International trade secretary Liam Fox has hit out at Brexit scaremongering and promised a "new and exciting chapter" in UK-US trade relations.

Addressing the American Enterprise Institute (AEI) in Washington, DC, on Monday (24 July), Fox said a British-American working group would provide a "springboard" for a comprehensive free-trade agreement.

Mocking those who predicted economic catastrophe in the event of the UK's exit from the European Union, Fox quipped: "There are those that tell us, despite the evidence, that Brexit is going to be economically dreadful for us, that it will never work!

"Where is this dreadful economic armageddon that was supposed to happen? "

Fox added: "As we prepare to leave the EU, Britain enters a new chapter in our history. And we will do so as proud champions in the cause of global free trade, unashamedly promoting the importance of the rules-based system and helping to ensure that the proceeds of prosperity are distributed to all."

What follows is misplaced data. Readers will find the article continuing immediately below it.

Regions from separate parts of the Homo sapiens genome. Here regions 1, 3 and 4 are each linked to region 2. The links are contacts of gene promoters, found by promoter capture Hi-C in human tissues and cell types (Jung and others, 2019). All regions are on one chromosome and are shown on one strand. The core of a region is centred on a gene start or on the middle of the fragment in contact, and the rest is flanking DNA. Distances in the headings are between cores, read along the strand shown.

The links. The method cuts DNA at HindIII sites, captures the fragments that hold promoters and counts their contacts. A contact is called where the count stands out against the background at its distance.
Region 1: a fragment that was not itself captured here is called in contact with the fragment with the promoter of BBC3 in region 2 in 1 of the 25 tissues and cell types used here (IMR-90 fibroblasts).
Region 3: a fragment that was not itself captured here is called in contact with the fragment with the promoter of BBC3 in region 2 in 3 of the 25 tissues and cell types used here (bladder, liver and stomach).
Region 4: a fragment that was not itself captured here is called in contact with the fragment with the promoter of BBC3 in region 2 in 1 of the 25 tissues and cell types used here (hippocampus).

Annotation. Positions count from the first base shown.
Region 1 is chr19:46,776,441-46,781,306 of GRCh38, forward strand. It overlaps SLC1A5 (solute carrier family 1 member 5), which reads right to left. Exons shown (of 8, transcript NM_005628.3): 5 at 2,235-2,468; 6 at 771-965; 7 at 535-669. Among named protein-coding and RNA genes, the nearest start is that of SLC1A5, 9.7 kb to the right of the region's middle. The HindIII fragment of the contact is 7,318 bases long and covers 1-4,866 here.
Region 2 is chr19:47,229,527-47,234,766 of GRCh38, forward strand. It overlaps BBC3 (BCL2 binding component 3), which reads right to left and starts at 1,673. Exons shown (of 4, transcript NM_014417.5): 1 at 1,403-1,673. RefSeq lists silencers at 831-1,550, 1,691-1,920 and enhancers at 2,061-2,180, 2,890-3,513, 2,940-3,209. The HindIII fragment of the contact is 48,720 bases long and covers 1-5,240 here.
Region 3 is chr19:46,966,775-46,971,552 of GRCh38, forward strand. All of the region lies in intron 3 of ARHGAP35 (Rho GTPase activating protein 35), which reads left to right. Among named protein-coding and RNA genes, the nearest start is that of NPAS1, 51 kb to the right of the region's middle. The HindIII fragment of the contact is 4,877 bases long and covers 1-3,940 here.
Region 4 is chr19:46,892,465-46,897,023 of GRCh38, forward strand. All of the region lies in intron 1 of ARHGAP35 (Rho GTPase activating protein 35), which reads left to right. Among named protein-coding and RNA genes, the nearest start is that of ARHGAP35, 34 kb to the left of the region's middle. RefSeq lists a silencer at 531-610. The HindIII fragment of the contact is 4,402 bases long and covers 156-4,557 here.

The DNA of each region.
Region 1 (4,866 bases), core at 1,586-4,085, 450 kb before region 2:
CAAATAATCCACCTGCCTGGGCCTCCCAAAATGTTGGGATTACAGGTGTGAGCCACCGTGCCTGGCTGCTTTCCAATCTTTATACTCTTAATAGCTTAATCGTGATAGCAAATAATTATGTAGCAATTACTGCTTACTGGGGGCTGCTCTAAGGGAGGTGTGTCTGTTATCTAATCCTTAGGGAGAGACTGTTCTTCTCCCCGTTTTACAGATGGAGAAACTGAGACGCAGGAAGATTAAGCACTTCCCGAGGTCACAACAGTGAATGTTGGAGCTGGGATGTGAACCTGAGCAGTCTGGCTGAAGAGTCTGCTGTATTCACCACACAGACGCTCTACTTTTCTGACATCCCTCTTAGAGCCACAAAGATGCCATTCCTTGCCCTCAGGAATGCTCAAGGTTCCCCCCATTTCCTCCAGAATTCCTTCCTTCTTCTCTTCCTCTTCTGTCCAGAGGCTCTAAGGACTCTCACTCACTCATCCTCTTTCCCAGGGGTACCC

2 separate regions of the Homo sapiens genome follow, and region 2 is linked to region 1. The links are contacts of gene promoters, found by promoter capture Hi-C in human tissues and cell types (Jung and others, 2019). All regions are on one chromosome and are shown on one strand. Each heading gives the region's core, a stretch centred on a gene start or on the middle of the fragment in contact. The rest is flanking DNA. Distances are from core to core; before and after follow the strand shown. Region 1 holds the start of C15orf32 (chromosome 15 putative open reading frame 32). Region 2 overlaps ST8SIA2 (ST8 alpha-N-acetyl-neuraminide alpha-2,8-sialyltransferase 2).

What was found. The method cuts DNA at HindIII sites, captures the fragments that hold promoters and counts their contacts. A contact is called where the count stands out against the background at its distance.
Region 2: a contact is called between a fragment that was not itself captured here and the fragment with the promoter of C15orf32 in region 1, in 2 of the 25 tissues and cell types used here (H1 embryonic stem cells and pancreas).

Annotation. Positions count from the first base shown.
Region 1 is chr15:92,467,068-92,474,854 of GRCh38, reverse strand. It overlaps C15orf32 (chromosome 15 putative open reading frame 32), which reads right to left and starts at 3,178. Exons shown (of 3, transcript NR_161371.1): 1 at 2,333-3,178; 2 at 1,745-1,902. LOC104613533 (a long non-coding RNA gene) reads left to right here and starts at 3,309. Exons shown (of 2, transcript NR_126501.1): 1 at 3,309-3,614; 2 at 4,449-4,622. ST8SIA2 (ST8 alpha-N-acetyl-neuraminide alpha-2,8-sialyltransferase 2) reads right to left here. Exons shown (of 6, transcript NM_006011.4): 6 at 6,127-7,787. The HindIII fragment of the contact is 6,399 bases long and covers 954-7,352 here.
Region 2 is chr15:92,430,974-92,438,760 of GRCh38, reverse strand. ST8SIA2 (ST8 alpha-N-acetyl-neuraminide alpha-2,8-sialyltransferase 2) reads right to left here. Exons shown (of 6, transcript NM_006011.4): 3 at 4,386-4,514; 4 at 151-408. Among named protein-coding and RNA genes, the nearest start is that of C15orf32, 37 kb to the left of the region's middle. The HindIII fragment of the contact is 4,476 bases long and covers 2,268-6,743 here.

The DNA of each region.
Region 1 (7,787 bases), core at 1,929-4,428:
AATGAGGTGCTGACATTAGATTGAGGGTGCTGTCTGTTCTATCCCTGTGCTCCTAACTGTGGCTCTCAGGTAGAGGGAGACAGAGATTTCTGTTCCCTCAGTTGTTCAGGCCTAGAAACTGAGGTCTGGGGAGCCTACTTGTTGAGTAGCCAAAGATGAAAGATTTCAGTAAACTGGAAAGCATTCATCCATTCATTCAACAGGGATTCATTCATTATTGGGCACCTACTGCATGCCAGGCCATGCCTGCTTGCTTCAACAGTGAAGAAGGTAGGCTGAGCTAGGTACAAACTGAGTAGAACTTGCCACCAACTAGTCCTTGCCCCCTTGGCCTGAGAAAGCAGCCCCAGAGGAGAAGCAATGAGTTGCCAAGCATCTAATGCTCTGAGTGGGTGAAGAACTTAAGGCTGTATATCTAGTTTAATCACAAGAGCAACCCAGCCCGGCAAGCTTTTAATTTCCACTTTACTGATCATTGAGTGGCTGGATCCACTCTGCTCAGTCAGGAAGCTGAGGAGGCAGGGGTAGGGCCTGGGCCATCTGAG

The International Trade Secretary said the UK-US working group had begun the process of analysing what sort of agreement can be reached after Brexit. "The first discussions will promote commercial continuity as the UK leaves the EU. But our ambitions are much wider.

"The working group provides a springboard, laying the groundwork for a comprehensive free trade agreement between our two nations, post-Brexit – to start a new and exciting chapter in our special relationship."

Fox said it is perhaps a cliché for a British politician to come to the US and speak of the special relationship. "But the fact the phrase is well-used doesn't make it any less true."

He added: "To realise ambitions at home, we will seek a full and comprehensive trading relationship with European neighbours. Yet we will also set our sights on wider and stronger ties with new friends and old allies alike as we seek to build a truly global Britain."

The US, he added, is Britain's largest export market, buying more than $200bn (£153bn) worth of services every year, more than France and Germany put together.

US firms employ more than 1 million people in the United Kingdom, and UK firms employ more than 1 million stateside, Fox said.

He declared these fundamentals will not change and "the UK will always be open for business".